IList allows the implementation to consider ArrayLists as fixed-sized lists (like Arrays); but, aside from the additional functionality provided by ArrayLists, there are no actual benefits to utilizing fixed-size ArrayLists, as ArrayLists (over Arrays) are significantly slower in this scenario.

ArrayLists cannot be jagged, according to my reading: “Using multidimensional arrays as elements… is not supported.” Another nail in the coffin of ArrayLists has been driven home. ArrayLists are likewise not “typed,” implying that an ArrayList is nothing more than a dynamic Array of Objects: Object[]. When implementing ArrayLists, this necessitates a lot of implicit and explicit boxing and unboxing, which adds to their overhead.

Unsubstantiated thought: I believe I recall reading or hearing from one of my professors that ArrayLists are the bloated conceptual child of the attempt to move from Arrays to List-type Collections, i.e., while they were once a great improvement over Arrays, they are no longer the best option as collections have progressed.

The memory use difference is significant enough that a List(Of Int32) used 56 percent less memory than an ArrayList containing the same primitive type (8 MB vs. 19 MB in the above gentleman’s linked demonstration: again, linked here) – however this is a consequence amplified by the 64-bit computer. This distinction indicates two points: Because of the inner workings of a 64-bit system, a boxed Int32-type “object” (ArrayList) is substantially larger than a pure Int32 primitive type (List); second (2), the difference is exponential.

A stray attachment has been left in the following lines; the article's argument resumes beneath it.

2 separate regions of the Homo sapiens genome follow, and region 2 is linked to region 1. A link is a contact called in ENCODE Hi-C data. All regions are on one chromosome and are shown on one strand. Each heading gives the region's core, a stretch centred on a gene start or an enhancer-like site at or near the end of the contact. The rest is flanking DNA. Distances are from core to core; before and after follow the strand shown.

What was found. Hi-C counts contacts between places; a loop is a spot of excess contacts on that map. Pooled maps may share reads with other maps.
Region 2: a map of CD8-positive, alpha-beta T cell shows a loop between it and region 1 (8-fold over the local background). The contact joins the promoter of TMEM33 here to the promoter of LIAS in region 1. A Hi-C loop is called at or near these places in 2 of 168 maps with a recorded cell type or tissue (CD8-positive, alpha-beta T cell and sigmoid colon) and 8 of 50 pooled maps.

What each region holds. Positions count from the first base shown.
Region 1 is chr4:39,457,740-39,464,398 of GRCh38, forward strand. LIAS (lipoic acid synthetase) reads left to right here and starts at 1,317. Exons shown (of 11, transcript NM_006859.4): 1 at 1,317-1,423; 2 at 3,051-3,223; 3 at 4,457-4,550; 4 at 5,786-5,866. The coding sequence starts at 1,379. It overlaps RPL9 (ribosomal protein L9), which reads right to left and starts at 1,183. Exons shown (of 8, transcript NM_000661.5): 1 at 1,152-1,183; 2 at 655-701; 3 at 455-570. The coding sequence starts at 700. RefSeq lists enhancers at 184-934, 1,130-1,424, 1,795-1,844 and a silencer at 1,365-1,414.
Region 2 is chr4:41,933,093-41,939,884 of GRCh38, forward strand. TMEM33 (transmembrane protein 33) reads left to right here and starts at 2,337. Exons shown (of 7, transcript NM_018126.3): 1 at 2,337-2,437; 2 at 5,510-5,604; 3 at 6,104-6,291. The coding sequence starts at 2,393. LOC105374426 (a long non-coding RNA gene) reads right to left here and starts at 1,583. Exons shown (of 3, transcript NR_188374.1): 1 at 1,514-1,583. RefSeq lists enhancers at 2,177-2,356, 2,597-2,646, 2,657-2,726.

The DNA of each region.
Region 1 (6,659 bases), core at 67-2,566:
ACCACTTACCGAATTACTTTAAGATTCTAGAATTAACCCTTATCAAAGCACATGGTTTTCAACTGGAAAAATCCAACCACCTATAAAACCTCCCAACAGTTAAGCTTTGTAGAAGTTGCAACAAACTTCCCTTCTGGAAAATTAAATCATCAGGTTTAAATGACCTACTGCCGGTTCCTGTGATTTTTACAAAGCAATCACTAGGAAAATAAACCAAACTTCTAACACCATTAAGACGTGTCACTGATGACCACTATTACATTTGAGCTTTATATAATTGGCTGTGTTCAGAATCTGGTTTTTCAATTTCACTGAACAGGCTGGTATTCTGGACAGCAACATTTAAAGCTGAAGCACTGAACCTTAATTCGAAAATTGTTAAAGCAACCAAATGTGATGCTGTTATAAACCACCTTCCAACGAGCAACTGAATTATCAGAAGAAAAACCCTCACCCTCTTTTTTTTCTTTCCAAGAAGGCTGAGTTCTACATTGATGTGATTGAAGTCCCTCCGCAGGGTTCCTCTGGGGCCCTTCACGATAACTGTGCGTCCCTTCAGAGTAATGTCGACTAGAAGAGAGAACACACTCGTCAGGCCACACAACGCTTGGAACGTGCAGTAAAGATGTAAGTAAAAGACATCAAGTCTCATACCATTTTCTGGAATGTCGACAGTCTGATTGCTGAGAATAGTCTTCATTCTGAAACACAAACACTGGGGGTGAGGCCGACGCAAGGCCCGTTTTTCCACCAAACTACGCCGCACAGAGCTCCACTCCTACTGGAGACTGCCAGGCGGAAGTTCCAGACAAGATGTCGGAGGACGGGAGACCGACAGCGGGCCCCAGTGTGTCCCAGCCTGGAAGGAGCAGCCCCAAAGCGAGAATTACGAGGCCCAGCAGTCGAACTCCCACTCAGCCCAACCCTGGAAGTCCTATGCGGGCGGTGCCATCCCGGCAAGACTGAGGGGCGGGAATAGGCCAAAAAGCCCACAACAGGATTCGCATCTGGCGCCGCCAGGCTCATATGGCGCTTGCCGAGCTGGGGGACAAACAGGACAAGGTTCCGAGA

So, what’s the difference between the two, and what exactly is a List(Of T)? A List(Of T) is defined by MSDN as “a highly typed list of objects that can be accessed by index.” The “highly typed” part is crucial: a List(Of T)’recognizes’ types and stores objects as their type. As a result, an Int32 is kept as an Int32 rather than an Object. The problems generated by boxing and unpacking are no longer an issue.

This distinction, according to MSDN, only applies when storing primitive types rather than reference types. In addition, the change is noticeable on a wide scale: there are over 500 pieces in all. What’s more, the MSDN documentation says, “It is to your advantage to utilise the type-specific version of the List(Of T) class instead of the ArrayList class…”

List(Of T) is essentially an improved version of ArrayList. It’s ArrayList’s “generic equivalent.” It is not guaranteed to be sorted until it is sorted, just like ArrayList (go figure). List(Of T) also offers some other features.

Answered by Thomas